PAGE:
WATCH: Colorado Park Officials Blindfold, Airlift 21 Bighorn Sheep to Beaver Creek Canyon

by Alex Falls
watch-colorado-park-officials-blindfold-airlift-21-bighorn-sheep-to-beaver-creek-canyon
David Renwald / Getty

An effort that took two years to organize paid off when Colorado Parks and Wildlife successfully relocated 21 bighorn sheep. The herd was moved from the Garden of the Gods Park to Beaver Creek Canyon near Victor, Colorado.

The sheep were moved because the once thriving herd in Fremont County became ravaged by disease. Relocating these sheep has helped slow the spread of those diseases. The operation required several delicate steps to succeed. Including luring the herd, capturing them safely, and blindfolding them.

“The CPW team worked to blindfold and restrict the legs of the bighorns as they carefully untangled them from the net, all the while being careful to avoid pointed horns and sharp hooves. The bighorns were then sedated and assessed for overall health and signs of disease by CPW veterinarians,” the release said

The tranquilized sheep were then loaded into orange pouches, connected to the helicopter using a sling line, and flown Beaver Creek Canyon in a ride that only took 10 minutes to complete. The sheep were then released into their new home.

“The Rampart bighorn sheep originally were destined for release on Pikes Peak. But the truck carrying them from Tarryall in 1946 broke down in Green Mountain Falls. So the drivers simply released the 14 sheep on board, hoping they would head up the mountain. Instead, they found their way north and east to the Rampart Range,” the release said.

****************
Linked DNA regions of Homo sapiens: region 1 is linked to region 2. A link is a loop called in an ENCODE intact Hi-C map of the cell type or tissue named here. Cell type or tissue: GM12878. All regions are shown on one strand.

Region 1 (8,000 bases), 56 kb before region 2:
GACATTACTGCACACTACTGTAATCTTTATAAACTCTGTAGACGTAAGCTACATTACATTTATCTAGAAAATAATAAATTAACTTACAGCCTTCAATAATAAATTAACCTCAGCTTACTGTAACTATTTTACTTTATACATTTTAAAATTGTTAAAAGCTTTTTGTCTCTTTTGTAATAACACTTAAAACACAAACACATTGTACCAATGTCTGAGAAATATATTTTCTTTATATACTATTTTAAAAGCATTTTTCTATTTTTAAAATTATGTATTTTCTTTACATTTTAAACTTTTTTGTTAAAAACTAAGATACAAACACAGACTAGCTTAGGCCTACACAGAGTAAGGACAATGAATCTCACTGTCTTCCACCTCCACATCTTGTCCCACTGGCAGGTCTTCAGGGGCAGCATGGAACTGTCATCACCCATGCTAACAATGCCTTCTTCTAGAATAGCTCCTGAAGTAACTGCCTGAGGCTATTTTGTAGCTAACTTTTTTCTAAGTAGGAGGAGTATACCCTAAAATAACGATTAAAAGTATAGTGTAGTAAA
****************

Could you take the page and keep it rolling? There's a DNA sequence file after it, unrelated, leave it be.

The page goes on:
Bighorn Sheep Herd Nearly Faced Extinction

The Rampart Herd is currently made up of over one hundred sheep. It has played a vital role in re-establishing the state’s bighorn sheep population after the faced extinction due to overhunting.

“Bighorn sheep transplants from Tarryall in the 1940s were the foundation of us recovering the species,” said Ty Woodward, CPW terrestrial biologist for the Pikes Peak region, in a news release.

“We wouldn’t have the herds we have today across Colorado without the work of those conservation pioneers re-establishing those sheep in their historic ranges. We are proud to be carrying on that tradition for today’s Colorado residents and for future generations.”

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